Sunday, December 8, 2013

88 Percent of Congress On Gas Industry Payroll as Campaign Donations Hit Record Level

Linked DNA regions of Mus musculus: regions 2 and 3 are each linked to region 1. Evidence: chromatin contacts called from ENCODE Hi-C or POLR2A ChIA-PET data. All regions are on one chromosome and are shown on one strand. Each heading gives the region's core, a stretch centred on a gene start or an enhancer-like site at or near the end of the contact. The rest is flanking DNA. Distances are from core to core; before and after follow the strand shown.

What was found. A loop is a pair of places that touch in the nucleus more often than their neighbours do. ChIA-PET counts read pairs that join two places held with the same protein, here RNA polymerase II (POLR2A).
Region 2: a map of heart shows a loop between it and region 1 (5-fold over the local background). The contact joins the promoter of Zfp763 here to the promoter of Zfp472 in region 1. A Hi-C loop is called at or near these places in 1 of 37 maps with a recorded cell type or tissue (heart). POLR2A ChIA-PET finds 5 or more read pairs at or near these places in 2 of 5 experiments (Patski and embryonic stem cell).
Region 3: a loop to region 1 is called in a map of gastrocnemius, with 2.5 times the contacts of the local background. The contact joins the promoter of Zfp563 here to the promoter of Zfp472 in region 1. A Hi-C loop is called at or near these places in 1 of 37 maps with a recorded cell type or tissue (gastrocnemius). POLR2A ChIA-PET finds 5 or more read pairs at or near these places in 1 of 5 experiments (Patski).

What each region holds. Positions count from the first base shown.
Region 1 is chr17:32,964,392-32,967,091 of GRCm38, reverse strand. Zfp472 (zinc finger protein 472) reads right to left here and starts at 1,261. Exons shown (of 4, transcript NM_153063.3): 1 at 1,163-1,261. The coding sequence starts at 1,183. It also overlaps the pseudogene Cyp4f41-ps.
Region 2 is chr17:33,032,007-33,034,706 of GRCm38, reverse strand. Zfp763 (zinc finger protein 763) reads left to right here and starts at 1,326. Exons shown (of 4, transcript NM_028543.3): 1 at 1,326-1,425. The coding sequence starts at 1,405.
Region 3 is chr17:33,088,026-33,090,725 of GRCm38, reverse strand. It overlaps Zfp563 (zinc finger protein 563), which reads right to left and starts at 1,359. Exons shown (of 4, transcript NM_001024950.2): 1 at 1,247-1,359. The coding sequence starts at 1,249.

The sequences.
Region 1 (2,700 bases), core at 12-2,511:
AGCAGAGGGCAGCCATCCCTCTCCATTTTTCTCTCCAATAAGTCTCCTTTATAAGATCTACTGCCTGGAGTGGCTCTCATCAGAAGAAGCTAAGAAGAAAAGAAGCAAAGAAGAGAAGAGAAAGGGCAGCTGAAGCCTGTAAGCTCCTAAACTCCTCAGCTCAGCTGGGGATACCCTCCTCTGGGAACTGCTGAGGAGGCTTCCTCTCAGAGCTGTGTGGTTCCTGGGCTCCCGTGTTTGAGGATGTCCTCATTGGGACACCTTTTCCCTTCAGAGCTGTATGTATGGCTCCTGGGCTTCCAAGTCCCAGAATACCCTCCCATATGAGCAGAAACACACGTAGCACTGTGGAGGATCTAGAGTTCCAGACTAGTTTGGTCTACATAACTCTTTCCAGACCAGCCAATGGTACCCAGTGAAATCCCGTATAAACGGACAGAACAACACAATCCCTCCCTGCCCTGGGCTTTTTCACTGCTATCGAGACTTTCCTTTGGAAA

88 Percent of Congress On Gas Industry Payroll as Campaign Donations Hit Record Level By Farron Cousins As elected officials in Washington continue to mull the possibilities of setting stricter standards for fracking, the natural gas industry has decided to pull out all the stops to defeat these standards before they can even see the light of day. A new report from Citizens for Responsibility and Ethics in Washington (CREW) shows that the industry’s campaign contributions are now at record levels as they battle politicians wishing to tighten the reins on fracking. According to the report, natural gas campaign donations to politicians in states where fracking is taking off have risen by 231% in the last eight years. But the industry is also hedging its bets in non-fracking states, as donations to politicians in those areas saw an increase in donations of 131%. Melanie Sloan, executive director of CREW, isn’t surprised by the increase. Of the report, Sloan said, “Like many industries under increasing scrutiny, the fracking industry has responded by ratcheting up campaign donations to help make new friends in Congress…As CREW’s report shows, the fracking boom isn’t just good for the industry, but also for congressional candidates in fracking districts.” CREW goes on to explain where the bulk of the money is going: The top 10 recipients of fracking industry contributions are a mix of strong industry supporters and Republican leadership. Rep. Joe Barton (R-TX), chairman emeritus of the House Committee on Energy and Commerce, received the most contributions, raking in $509,447 between the 2004 and 2012 election cycles — over $100,000 more than the next closest recipient, Senate Minority Leader Mitch McConnell (R-KY), who received $384,700. While serving as chairman of the committee, Rep. Barton sponsored the Energy Policy Act of 2005, which exempted fracking from the Safe Drinking Water Act. Overall, nearly 80 percent of fracking industry contributions went to Republican congressional candidates. CREW also compiled a chart listing every member of both the U.S. House of Representatives and the Senate (a grand total of 535 elected officials) show how much each representative received from the natural gas fracking industry in the form of campaign donations. The chart shows just how much influence the industry has purchased: Of the 535 elected officials in the House and Senate, only 67 have not received any money from the natural gas industry. Only 5 Republicans in Washington have not received money, with 62 Democrats being stiffed by the industry as well. It’s clear which political party the industry favors when it comes to buying off politicians. And House Republicans continue to deliver for the industry. In just the last few weeks, they have introduced legislation that would open up more public lands for drilling, and they are attempting to make it even more difficult for the public to challenge new drilling permits. Less than 13% of America’s elected representatives have not taken money from the natural gas industry, and that is a very staggering and depressing number. And as we approach next year’s midterm elections, my prediction is that the percentage of politicians with no financial ties to the industry will fall even lower. MEANWHILE, Jason Lange of Reuters reported that the U.S. Chamber of Commerce is warning the EPA not to release a fracking study that could hurt the country's energy boom: America's largest business lobby group warned the Obama administration on Tuesday against snuffing out the country's energy boom with regulations on new oil and natural gas drilling technologies. U.S. Chamber of Commerce President Thomas Donohue said an Environmental Protection Agency (EPA) study due next year could be used to justify clamping down on drilling techniques that have sparked a surge in U.S. oil and natural gas output. "This could short-circuit America's absolute explosion in energy opportunity that is creating millions of jobs," he told a meeting of business executives. A major force in U.S. politics, the Chamber of Commerce is the biggest business lobbying group in the country and has been a steady critic of President Barack Obama. In his comments, Donohue railed against the Obama administration's efforts to increase regulations on businesses and appealed to the media to get his message out that the rules were hurting the economy and "undermining freedom." "They are costing jobs and growth in our country," he said. The White House did not immediately respond to a request for comment. The EPA's study, first requested by Congress in 2010, may prove pivotal in the government's regulation of hydraulic fracturing, or fracking, which involves forcing large volumes of water laced with chemicals and sand deep underground to crack rock and free oil and natural gas. Currently, fracking is largely regulated by states, rather than the federal government. In its first major regulation on the energy boom, the EPA finalized a rule last year that targets smog-forming pollutants from fracking wells. It allows drillers to flare the gases until 2015. Critics of fracking, including many environmentalists, worry that drilling operations near schools and homes could pollute water and air. The United States overtook Russia as the top producer of natural gas last year and surged past Saudi Arabia this year as the world's biggest oil producer. Some companies, however, worry the EPA study could lead to added regulations that crimp America's energy bounty. "Many believe it will be the rationalization of new federal fracking regulations before the end of this administration," Donohue said. AT THE SAME TIME THIS WEEK, Katie Auth reporting for the Worldwatch Institute revealed that global greenhouse gas emissions have reached a record high: The disappointing climate conference in Warsaw, Poland — which was intended to lay the groundwork for a global climate agreement in 2015 — stands in sharp contrast to the continued growth in emissions of greenhouse gases. Negotiators and activists alike confront not only the fact that carbon dioxide (CO2) emissions reached the highest annual total to date, but also a shifting geographic distribution of emissions. The international community must take swift action, concludes a new Vital Signs Online trend released by the Worldwatch Institute. According to the Global Carbon Project, CO2 emissions from fossil fuel combustion and cement production reached 9.7 gigatons of carbon (GtC) in 2012, with a ±5 percent uncertainty range, and may reach 9.9 GtC in 2013. The 2012 value is 58 percent higher than emissions in 1990, the year often used as a benchmark for emissions trends. Coal (43 percent) and oil (33 percent) accounted for the majority of these emissions, with natural gas (18 percent), cement production (5 percent), and flaring (1 percent) making up the remainder. Recent U.S. government and World Bank moves to limit international financing for new coal projects signal a desire to shift away from this particularly carbon-intensive resource. For now, however, coal remains a major driver of CO2 emissions, accounting for 54 percent of the emissions increase in 2012. Coal use is rising in countries currently undergoing energy sector transitions. Coal-related emissions increased in Germany (4.2 percent) and Japan (5.6 percent)-both of which are phasing out nuclear power plants. Oil, gas, and cement accounted for 18 percent, 21 percent, and 6 percent of the global increase in 2012 respectively. Although CO2 is the primary greenhouse gas emitted through human activities, it is not the only one with significant warming effects. Other major long-lived greenhouse gases include methane (CH4), nitrous oxide (N2O), and chlorofluorocarbons (CFCs). Each gas's contribution to climate change depends on such factors as the length of time it remains in the atmosphere, how strongly it absorbs energy, and its atmospheric concentration. Fossil fuel combustion, together with deforestation and land use change, has pushed the mean atmospheric concentration of CO2 to approximately 393.9 parts per million (ppm) in 2012, an increase of more than 40 percent since 1750 and of 24 percent since the Scripps Institution of Oceanography began keeping detailed records in 1959. Scientists have suggested that the CO2 concentration will need to be reduced to at least 350 ppm if we hope to maintain a climate similar to that which has supported human civilization to date. Atmospheric CO2 concentration increased by 2.2 ppm in 2012 alone, exceeding the average annual increase over the past 10 years. And the Scripps Institution's measurements indicate an average of 396.2 ppm for the period of January to September 2013, implying an even greater increase this year. Although the parties to the United Nations Framework Convention on Climate Change agreed in 2010 that the increase in average global temperature since the pre-industrial period must be kept below 2 degrees Celsius, many projections now put the climate on track for warming that is significantly above that. The Global Carbon Project foresees a "likely" increase in temperature of 3.2-5.4 degrees Celsius. A World Bank report projects an approximate 20 percent likelihood of exceeding a 4 degrees Celsius increase by 2100 if current mitigation commitments and pledges are not fully implemented. Emissions data also highlight the shifting geographical and historical complexity that makes international negotiations so contentious. The global distribution of emissions in 2012 looked very different than it did in 1990, when the Kyoto Protocol was established. At that time, industrial countries accounted for 62 percent of emissions; by 2012, that figure had dropped to 37 percent, reflecting rapid industrialization and development in emerging economies and shifting patterns in production and consumption. Additionally, although international climate negotiations have focused traditionally on the role and responsibility of nation states, new analyses point to the significant role of corporate entities in emitting greenhouse gases. According to painstaking work by Richard Heede of the Climate Accountability Institute, investor-owned corporations have been responsible for 21.7 percent of CO2 and CH4 fossil fuel and cement emissions since 1750, with state-owned corporations responsible for an additional 19.8 percent, highlighting potential new ways to frame responsibility for climate mitigation. As climate negotiators, experts, and activists leave Warsaw and gear up to work on forging a global deal in Paris in 2015, they will have to grapple with these changing complexities. Further highlights from the report: CH4 is the third most abundant greenhouse gas in the atmosphere, after CO2 and water vapor, on a per molecule basis. Although atmospheric CH4 levels declined during 1983-99 and remained relatively constant during 1999-2006, they have been increasing since 2007. China's emissions rose by 5.9 percent in 2012, an increase that accounted for 71 percent of that year's global increase. The United States and Australia, although both still major emitters, experienced reductions of 0.05 percent and 11.6 percent respectively. In 2012, the top four emitters of CO2 were China (2,626 million tons of carbon, or MtC), the United States (1,397 MtC), India (611 MtC), and the Russian Federation (492 MtC). Originally published by DeSmogBlog This article was published at Nation of Change at: All rights are reserved. Donations can be sent to the Baltimore Nonviolence Center, 325 E. 25th St., Baltimore, MD 21218. Ph: 410-366-1637; Email: mobuszewski [at] Go to "The master class has always declared the wars; the subject class has always fought the battles. The master class has had all to gain and nothing to lose, while the subject class has had nothing to gain and everything to lose--especially their lives." Eugene Victor Debs